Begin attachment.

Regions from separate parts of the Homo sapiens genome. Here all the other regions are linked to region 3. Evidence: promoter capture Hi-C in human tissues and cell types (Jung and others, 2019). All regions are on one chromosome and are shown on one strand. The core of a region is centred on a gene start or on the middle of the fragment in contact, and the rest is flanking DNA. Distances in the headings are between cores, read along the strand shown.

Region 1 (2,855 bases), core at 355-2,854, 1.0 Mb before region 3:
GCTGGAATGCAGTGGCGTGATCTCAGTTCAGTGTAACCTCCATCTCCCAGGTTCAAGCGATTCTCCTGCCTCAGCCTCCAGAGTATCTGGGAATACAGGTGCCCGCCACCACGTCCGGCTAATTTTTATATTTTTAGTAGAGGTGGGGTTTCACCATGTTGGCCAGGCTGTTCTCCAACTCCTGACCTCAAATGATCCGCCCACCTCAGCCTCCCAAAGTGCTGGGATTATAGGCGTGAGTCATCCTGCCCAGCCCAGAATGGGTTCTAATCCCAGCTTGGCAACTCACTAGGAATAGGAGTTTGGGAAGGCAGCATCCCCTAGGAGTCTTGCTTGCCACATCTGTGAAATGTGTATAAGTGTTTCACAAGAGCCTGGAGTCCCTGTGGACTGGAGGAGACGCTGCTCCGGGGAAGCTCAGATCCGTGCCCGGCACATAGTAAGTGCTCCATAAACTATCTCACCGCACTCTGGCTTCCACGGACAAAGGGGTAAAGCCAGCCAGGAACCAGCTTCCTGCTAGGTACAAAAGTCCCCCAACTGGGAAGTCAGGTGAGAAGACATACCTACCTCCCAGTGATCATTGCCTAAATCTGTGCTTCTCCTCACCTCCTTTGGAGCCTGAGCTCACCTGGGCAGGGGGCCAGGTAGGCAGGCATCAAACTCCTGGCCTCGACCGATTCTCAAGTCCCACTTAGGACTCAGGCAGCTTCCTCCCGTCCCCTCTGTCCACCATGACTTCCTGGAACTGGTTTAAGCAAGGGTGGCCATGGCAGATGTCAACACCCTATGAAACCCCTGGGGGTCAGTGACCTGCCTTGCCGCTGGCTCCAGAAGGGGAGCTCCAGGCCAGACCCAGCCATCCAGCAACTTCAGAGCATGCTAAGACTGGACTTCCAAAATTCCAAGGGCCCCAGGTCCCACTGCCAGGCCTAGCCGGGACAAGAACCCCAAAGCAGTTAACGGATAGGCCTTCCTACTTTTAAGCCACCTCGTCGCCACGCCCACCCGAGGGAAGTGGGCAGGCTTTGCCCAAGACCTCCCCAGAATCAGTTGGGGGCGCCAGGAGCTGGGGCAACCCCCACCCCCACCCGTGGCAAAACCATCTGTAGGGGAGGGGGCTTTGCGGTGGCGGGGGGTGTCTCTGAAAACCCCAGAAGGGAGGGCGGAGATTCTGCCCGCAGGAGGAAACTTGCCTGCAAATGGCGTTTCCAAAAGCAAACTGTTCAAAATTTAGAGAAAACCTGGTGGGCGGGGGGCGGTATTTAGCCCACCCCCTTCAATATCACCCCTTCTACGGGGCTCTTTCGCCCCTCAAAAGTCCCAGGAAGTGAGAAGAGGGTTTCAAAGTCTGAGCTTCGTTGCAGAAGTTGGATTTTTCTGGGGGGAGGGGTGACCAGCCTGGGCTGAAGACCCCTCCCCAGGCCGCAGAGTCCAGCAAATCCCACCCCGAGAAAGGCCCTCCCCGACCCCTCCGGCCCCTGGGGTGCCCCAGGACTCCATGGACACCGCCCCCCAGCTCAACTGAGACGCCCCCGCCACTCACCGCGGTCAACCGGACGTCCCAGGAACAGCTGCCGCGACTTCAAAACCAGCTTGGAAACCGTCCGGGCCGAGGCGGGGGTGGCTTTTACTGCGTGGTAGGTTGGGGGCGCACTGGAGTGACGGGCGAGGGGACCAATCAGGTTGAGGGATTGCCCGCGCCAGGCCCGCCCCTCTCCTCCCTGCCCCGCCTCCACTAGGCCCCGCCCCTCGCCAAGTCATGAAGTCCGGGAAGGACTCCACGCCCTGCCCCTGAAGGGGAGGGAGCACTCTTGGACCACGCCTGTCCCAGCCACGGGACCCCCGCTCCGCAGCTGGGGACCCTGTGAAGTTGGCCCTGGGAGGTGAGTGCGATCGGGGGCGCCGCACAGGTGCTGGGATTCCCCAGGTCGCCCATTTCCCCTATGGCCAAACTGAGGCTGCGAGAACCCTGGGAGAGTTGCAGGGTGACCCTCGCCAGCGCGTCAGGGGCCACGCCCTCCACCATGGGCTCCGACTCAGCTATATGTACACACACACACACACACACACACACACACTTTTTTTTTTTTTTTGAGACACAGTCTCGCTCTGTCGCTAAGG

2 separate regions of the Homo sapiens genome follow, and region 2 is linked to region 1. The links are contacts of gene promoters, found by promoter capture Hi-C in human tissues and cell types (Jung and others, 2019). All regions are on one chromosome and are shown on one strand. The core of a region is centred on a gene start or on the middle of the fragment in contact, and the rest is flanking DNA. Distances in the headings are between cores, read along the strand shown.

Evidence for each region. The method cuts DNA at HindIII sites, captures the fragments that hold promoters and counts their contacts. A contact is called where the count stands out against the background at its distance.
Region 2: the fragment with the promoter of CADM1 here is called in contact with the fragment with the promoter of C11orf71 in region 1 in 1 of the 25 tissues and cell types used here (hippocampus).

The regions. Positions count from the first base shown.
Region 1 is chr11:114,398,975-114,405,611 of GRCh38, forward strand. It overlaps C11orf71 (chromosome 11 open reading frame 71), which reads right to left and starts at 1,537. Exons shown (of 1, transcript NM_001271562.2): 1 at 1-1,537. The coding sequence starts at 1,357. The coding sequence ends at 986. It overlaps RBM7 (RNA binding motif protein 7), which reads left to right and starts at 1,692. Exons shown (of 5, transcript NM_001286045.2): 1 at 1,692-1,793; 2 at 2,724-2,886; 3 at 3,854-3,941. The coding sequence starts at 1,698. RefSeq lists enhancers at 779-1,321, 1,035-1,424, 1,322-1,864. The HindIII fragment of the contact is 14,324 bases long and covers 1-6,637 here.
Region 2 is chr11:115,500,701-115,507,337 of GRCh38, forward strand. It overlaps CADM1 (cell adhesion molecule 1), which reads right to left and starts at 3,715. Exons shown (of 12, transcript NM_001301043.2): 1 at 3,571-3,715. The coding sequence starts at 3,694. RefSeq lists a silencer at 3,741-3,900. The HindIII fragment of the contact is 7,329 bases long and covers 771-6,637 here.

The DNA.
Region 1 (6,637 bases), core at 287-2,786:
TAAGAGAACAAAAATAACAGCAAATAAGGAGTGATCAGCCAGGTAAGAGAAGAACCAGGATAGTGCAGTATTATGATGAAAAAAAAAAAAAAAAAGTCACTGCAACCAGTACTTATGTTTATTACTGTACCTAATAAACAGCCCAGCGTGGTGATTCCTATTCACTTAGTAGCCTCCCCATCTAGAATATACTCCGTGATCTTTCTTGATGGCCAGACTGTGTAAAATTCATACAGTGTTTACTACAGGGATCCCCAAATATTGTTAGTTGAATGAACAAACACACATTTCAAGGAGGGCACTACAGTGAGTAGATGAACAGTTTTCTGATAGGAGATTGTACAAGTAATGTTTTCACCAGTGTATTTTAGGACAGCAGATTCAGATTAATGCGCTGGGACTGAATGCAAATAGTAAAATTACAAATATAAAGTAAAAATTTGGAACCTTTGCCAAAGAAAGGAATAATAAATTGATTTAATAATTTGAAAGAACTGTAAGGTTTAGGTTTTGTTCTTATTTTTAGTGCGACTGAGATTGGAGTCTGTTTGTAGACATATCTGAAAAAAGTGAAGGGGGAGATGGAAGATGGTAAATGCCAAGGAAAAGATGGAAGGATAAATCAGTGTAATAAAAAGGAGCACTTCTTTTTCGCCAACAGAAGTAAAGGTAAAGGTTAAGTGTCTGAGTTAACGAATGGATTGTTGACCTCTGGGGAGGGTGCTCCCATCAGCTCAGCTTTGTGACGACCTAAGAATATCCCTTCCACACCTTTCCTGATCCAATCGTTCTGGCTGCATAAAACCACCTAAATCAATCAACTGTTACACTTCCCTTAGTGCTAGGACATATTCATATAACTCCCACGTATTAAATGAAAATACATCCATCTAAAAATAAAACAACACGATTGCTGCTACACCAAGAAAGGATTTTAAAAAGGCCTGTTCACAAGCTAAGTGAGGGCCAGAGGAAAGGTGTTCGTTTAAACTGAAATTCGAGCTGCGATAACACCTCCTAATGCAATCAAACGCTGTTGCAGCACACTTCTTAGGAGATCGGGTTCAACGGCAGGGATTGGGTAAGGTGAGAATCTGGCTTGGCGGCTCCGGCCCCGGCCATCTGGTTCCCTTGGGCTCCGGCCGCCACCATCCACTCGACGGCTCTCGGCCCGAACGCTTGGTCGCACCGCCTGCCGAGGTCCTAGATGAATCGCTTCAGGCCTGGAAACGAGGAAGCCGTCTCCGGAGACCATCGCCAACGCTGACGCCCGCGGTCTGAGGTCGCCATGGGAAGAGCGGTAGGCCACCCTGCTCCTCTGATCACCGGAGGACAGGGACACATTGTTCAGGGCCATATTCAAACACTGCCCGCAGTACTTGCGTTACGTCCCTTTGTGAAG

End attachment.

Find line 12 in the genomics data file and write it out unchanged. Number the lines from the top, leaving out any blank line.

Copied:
TAAGAGAACAAAAATAACAGCAAATAAGGAGTGATCAGCCAGGTAAGAGAAGAACCAGGATAGTGCAGTATTATGATGAAAAAAAAAAAAAAAAAGTCACTGCAACCAGTACTTATGTTTATTACTGTACCTAATAAACAGCCCAGCGTGGTGATTCCTATTCACTTAGTAGCCTCCCCATCTAGAATATACTCCGTGATCTTTCTTGATGGCCAGACTGTGTAAAATTCATACAGTGTTTACTACAGGGATCCCCAAATATTGTTAGTTGAATGAACAAACACACATTTCAAGGAGGGCACTACAGTGAGTAGATGAACAGTTTTCTGATAGGAGATTGTACAAGTAATGTTTTCACCAGTGTATTTTAGGACAGCAGATTCAGATTAATGCGCTGGGACTGAATGCAAATAGTAAAATTACAAATATAAAGTAAAAATTTGGAACCTTTGCCAAAGAAAGGAATAATAAATTGATTTAATAATTTGAAAGAACTGTAAGGTTTAGGTTTTGTTCTTATTTTTAGTGCGACTGAGATTGGAGTCTGTTTGTAGACATATCTGAAAAAAGTGAAGGGGGAGATGGAAGATGGTAAATGCCAAGGAAAAGATGGAAGGATAAATCAGTGTAATAAAAAGGAGCACTTCTTTTTCGCCAACAGAAGTAAAGGTAAAGGTTAAGTGTCTGAGTTAACGAATGGATTGTTGACCTCTGGGGAGGGTGCTCCCATCAGCTCAGCTTTGTGACGACCTAAGAATATCCCTTCCACACCTTTCCTGATCCAATCGTTCTGGCTGCATAAAACCACCTAAATCAATCAACTGTTACACTTCCCTTAGTGCTAGGACATATTCATATAACTCCCACGTATTAAATGAAAATACATCCATCTAAAAATAAAACAACACGATTGCTGCTACACCAAGAAAGGATTTTAAAAAGGCCTGTTCACAAGCTAAGTGAGGGCCAGAGGAAAGGTGTTCGTTTAAACTGAAATTCGAGCTGCGATAACACCTCCTAATGCAATCAAACGCTGTTGCAGCACACTTCTTAGGAGATCGGGTTCAACGGCAGGGATTGGGTAAGGTGAGAATCTGGCTTGGCGGCTCCGGCCCCGGCCATCTGGTTCCCTTGGGCTCCGGCCGCCACCATCCACTCGACGGCTCTCGGCCCGAACGCTTGGTCGCACCGCCTGCCGAGGTCCTAGATGAATCGCTTCAGGCCTGGAAACGAGGAAGCCGTCTCCGGAGACCATCGCCAACGCTGACGCCCGCGGTCTGAGGTCGCCATGGGAAGAGCGGTAGGCCACCCTGCTCCTCTGATCACCGGAGGACAGGGACACATTGTTCAGGGCCATATTCAAACACTGCCCGCAGTACTTGCGTTACGTCCCTTTGTGAAG